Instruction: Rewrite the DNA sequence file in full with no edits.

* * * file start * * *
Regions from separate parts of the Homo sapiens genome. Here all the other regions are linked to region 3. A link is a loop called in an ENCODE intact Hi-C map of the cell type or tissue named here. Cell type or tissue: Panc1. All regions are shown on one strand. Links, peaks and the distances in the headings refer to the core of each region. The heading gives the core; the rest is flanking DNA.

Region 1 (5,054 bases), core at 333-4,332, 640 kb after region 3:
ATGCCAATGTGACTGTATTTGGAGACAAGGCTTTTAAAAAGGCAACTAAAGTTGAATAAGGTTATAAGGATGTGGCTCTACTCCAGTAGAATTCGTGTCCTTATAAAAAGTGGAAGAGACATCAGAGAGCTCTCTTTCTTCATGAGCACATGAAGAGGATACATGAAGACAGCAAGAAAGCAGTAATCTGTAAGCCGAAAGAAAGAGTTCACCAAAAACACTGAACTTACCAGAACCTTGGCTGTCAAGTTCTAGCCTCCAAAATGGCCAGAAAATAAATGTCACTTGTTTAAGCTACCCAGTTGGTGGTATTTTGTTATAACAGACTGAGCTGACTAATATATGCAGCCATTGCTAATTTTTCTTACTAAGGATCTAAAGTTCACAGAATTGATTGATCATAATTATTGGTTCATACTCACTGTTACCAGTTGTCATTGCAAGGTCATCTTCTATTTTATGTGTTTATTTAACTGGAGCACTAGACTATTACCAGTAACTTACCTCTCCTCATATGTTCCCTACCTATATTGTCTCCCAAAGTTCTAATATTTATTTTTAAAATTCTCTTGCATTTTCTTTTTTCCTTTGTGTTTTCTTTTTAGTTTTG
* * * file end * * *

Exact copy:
Regions from separate parts of the Homo sapiens genome. Here all the other regions are linked to region 3. A link is a loop called in an ENCODE intact Hi-C map of the cell type or tissue named here. Cell type or tissue: Panc1. All regions are shown on one strand. Links, peaks and the distances in the headings refer to the core of each region. The heading gives the core; the rest is flanking DNA.

Region 1 (5,054 bases), core at 333-4,332, 640 kb after region 3:
ATGCCAATGTGACTGTATTTGGAGACAAGGCTTTTAAAAAGGCAACTAAAGTTGAATAAGGTTATAAGGATGTGGCTCTACTCCAGTAGAATTCGTGTCCTTATAAAAAGTGGAAGAGACATCAGAGAGCTCTCTTTCTTCATGAGCACATGAAGAGGATACATGAAGACAGCAAGAAAGCAGTAATCTGTAAGCCGAAAGAAAGAGTTCACCAAAAACACTGAACTTACCAGAACCTTGGCTGTCAAGTTCTAGCCTCCAAAATGGCCAGAAAATAAATGTCACTTGTTTAAGCTACCCAGTTGGTGGTATTTTGTTATAACAGACTGAGCTGACTAATATATGCAGCCATTGCTAATTTTTCTTACTAAGGATCTAAAGTTCACAGAATTGATTGATCATAATTATTGGTTCATACTCACTGTTACCAGTTGTCATTGCAAGGTCATCTTCTATTTTATGTGTTTATTTAACTGGAGCACTAGACTATTACCAGTAACTTACCTCTCCTCATATGTTCCCTACCTATATTGTCTCCCAAAGTTCTAATATTTATTTTTAAAATTCTCTTGCATTTTCTTTTTTCCTTTGTGTTTTCTTTTTAGTTTTG